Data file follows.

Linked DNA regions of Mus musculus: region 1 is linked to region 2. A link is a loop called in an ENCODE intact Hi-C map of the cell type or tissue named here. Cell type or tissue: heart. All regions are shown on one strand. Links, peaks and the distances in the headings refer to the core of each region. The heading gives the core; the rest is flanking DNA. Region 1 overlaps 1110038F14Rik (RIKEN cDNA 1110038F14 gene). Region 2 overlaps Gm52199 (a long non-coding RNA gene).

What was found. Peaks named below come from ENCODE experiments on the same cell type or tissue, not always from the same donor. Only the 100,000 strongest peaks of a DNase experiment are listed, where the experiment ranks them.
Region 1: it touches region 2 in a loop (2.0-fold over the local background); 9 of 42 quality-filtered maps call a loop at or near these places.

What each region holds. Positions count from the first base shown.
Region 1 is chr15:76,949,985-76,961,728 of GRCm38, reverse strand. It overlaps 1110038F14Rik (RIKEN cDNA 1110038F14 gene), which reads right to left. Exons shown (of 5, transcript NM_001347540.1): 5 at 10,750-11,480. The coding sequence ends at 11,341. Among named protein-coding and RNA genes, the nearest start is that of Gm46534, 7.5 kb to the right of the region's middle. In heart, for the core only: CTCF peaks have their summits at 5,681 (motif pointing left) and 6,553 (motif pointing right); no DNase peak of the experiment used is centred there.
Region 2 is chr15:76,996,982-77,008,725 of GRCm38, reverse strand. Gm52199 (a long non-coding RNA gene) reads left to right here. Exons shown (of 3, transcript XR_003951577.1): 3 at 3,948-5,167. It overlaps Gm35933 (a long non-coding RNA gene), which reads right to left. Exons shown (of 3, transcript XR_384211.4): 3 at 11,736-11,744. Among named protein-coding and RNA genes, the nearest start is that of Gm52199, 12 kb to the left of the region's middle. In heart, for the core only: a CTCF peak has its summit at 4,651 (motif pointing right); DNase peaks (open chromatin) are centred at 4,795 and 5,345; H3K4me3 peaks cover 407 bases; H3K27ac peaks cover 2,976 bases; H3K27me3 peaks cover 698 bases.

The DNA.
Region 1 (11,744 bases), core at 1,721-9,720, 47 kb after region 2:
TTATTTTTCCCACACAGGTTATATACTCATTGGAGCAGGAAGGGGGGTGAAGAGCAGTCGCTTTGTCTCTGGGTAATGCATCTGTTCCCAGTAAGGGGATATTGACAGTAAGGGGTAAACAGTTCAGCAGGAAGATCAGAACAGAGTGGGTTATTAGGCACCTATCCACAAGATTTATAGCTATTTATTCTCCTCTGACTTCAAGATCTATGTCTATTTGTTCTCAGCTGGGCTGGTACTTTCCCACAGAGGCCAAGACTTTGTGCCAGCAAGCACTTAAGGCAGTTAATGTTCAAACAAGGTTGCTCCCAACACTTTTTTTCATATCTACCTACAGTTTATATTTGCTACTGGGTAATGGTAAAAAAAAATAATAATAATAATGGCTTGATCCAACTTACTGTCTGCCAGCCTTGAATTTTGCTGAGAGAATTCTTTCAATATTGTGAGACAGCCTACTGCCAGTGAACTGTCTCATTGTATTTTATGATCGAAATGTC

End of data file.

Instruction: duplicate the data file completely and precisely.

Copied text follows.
Linked DNA regions of Mus musculus: region 1 is linked to region 2. A link is a loop called in an ENCODE intact Hi-C map of the cell type or tissue named here. Cell type or tissue: heart. All regions are shown on one strand. Links, peaks and the distances in the headings refer to the core of each region. The heading gives the core; the rest is flanking DNA. Region 1 overlaps 1110038F14Rik (RIKEN cDNA 1110038F14 gene). Region 2 overlaps Gm52199 (a long non-coding RNA gene).

What was found. Peaks named below come from ENCODE experiments on the same cell type or tissue, not always from the same donor. Only the 100,000 strongest peaks of a DNase experiment are listed, where the experiment ranks them.
Region 1: it touches region 2 in a loop (2.0-fold over the local background); 9 of 42 quality-filtered maps call a loop at or near these places.

What each region holds. Positions count from the first base shown.
Region 1 is chr15:76,949,985-76,961,728 of GRCm38, reverse strand. It overlaps 1110038F14Rik (RIKEN cDNA 1110038F14 gene), which reads right to left. Exons shown (of 5, transcript NM_001347540.1): 5 at 10,750-11,480. The coding sequence ends at 11,341. Among named protein-coding and RNA genes, the nearest start is that of Gm46534, 7.5 kb to the right of the region's middle. In heart, for the core only: CTCF peaks have their summits at 5,681 (motif pointing left) and 6,553 (motif pointing right); no DNase peak of the experiment used is centred there.
Region 2 is chr15:76,996,982-77,008,725 of GRCm38, reverse strand. Gm52199 (a long non-coding RNA gene) reads left to right here. Exons shown (of 3, transcript XR_003951577.1): 3 at 3,948-5,167. It overlaps Gm35933 (a long non-coding RNA gene), which reads right to left. Exons shown (of 3, transcript XR_384211.4): 3 at 11,736-11,744. Among named protein-coding and RNA genes, the nearest start is that of Gm52199, 12 kb to the left of the region's middle. In heart, for the core only: a CTCF peak has its summit at 4,651 (motif pointing right); DNase peaks (open chromatin) are centred at 4,795 and 5,345; H3K4me3 peaks cover 407 bases; H3K27ac peaks cover 2,976 bases; H3K27me3 peaks cover 698 bases.

The DNA.
Region 1 (11,744 bases), core at 1,721-9,720, 47 kb after region 2:
TTATTTTTCCCACACAGGTTATATACTCATTGGAGCAGGAAGGGGGGTGAAGAGCAGTCGCTTTGTCTCTGGGTAATGCATCTGTTCCCAGTAAGGGGATATTGACAGTAAGGGGTAAACAGTTCAGCAGGAAGATCAGAACAGAGTGGGTTATTAGGCACCTATCCACAAGATTTATAGCTATTTATTCTCCTCTGACTTCAAGATCTATGTCTATTTGTTCTCAGCTGGGCTGGTACTTTCCCACAGAGGCCAAGACTTTGTGCCAGCAAGCACTTAAGGCAGTTAATGTTCAAACAAGGTTGCTCCCAACACTTTTTTTCATATCTACCTACAGTTTATATTTGCTACTGGGTAATGGTAAAAAAAAATAATAATAATAATGGCTTGATCCAACTTACTGTCTGCCAGCCTTGAATTTTGCTGAGAGAATTCTTTCAATATTGTGAGACAGCCTACTGCCAGTGAACTGTCTCATTGTATTTTATGATCGAAATGTC